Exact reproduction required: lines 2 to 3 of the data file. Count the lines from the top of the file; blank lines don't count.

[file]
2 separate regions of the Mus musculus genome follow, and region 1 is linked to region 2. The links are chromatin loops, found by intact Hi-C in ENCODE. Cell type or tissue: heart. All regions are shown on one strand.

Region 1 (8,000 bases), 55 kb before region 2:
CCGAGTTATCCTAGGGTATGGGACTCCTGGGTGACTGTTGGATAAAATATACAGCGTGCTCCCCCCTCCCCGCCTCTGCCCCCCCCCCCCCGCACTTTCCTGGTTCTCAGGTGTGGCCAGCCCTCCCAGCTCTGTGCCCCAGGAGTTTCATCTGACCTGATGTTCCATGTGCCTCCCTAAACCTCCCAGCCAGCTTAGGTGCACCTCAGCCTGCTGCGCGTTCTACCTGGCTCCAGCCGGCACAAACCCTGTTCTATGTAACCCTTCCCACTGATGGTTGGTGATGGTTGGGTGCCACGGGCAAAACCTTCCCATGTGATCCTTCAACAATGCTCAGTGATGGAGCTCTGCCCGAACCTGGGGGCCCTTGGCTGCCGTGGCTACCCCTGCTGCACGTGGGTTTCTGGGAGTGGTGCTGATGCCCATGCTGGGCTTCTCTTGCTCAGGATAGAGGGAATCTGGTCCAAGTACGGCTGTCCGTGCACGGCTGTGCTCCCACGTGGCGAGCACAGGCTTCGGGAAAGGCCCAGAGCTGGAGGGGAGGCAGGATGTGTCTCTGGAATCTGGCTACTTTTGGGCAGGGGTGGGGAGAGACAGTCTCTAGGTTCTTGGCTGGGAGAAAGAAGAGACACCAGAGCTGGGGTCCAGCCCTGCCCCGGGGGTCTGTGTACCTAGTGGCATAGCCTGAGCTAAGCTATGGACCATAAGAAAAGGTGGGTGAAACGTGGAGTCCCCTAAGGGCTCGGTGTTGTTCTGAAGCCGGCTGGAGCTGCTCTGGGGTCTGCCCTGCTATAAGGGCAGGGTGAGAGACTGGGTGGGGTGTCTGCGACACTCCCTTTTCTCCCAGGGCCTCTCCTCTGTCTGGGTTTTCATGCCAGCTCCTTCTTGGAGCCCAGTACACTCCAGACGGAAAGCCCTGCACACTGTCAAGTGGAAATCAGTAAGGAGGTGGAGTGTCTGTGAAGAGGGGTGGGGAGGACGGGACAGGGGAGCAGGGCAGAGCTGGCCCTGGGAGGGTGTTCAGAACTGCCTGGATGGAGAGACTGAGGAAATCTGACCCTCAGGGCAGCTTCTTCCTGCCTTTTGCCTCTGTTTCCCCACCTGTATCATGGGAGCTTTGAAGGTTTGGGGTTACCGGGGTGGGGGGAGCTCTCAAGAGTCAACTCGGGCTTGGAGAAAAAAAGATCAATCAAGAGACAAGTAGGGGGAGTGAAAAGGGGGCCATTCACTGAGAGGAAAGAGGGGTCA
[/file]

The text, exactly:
Region 1 (8,000 bases), 55 kb before region 2:
CCGAGTTATCCTAGGGTATGGGACTCCTGGGTGACTGTTGGATAAAATATACAGCGTGCTCCCCCCTCCCCGCCTCTGCCCCCCCCCCCCCGCACTTTCCTGGTTCTCAGGTGTGGCCAGCCCTCCCAGCTCTGTGCCCCAGGAGTTTCATCTGACCTGATGTTCCATGTGCCTCCCTAAACCTCCCAGCCAGCTTAGGTGCACCTCAGCCTGCTGCGCGTTCTACCTGGCTCCAGCCGGCACAAACCCTGTTCTATGTAACCCTTCCCACTGATGGTTGGTGATGGTTGGGTGCCACGGGCAAAACCTTCCCATGTGATCCTTCAACAATGCTCAGTGATGGAGCTCTGCCCGAACCTGGGGGCCCTTGGCTGCCGTGGCTACCCCTGCTGCACGTGGGTTTCTGGGAGTGGTGCTGATGCCCATGCTGGGCTTCTCTTGCTCAGGATAGAGGGAATCTGGTCCAAGTACGGCTGTCCGTGCACGGCTGTGCTCCCACGTGGCGAGCACAGGCTTCGGGAAAGGCCCAGAGCTGGAGGGGAGGCAGGATGTGTCTCTGGAATCTGGCTACTTTTGGGCAGGGGTGGGGAGAGACAGTCTCTAGGTTCTTGGCTGGGAGAAAGAAGAGACACCAGAGCTGGGGTCCAGCCCTGCCCCGGGGGTCTGTGTACCTAGTGGCATAGCCTGAGCTAAGCTATGGACCATAAGAAAAGGTGGGTGAAACGTGGAGTCCCCTAAGGGCTCGGTGTTGTTCTGAAGCCGGCTGGAGCTGCTCTGGGGTCTGCCCTGCTATAAGGGCAGGGTGAGAGACTGGGTGGGGTGTCTGCGACACTCCCTTTTCTCCCAGGGCCTCTCCTCTGTCTGGGTTTTCATGCCAGCTCCTTCTTGGAGCCCAGTACACTCCAGACGGAAAGCCCTGCACACTGTCAAGTGGAAATCAGTAAGGAGGTGGAGTGTCTGTGAAGAGGGGTGGGGAGGACGGGACAGGGGAGCAGGGCAGAGCTGGCCCTGGGAGGGTGTTCAGAACTGCCTGGATGGAGAGACTGAGGAAATCTGACCCTCAGGGCAGCTTCTTCCTGCCTTTTGCCTCTGTTTCCCCACCTGTATCATGGGAGCTTTGAAGGTTTGGGGTTACCGGGGTGGGGGGAGCTCTCAAGAGTCAACTCGGGCTTGGAGAAAAAAAGATCAATCAAGAGACAAGTAGGGGGAGTGAAAAGGGGGCCATTCACTGAGAGGAAAGAGGGGTCA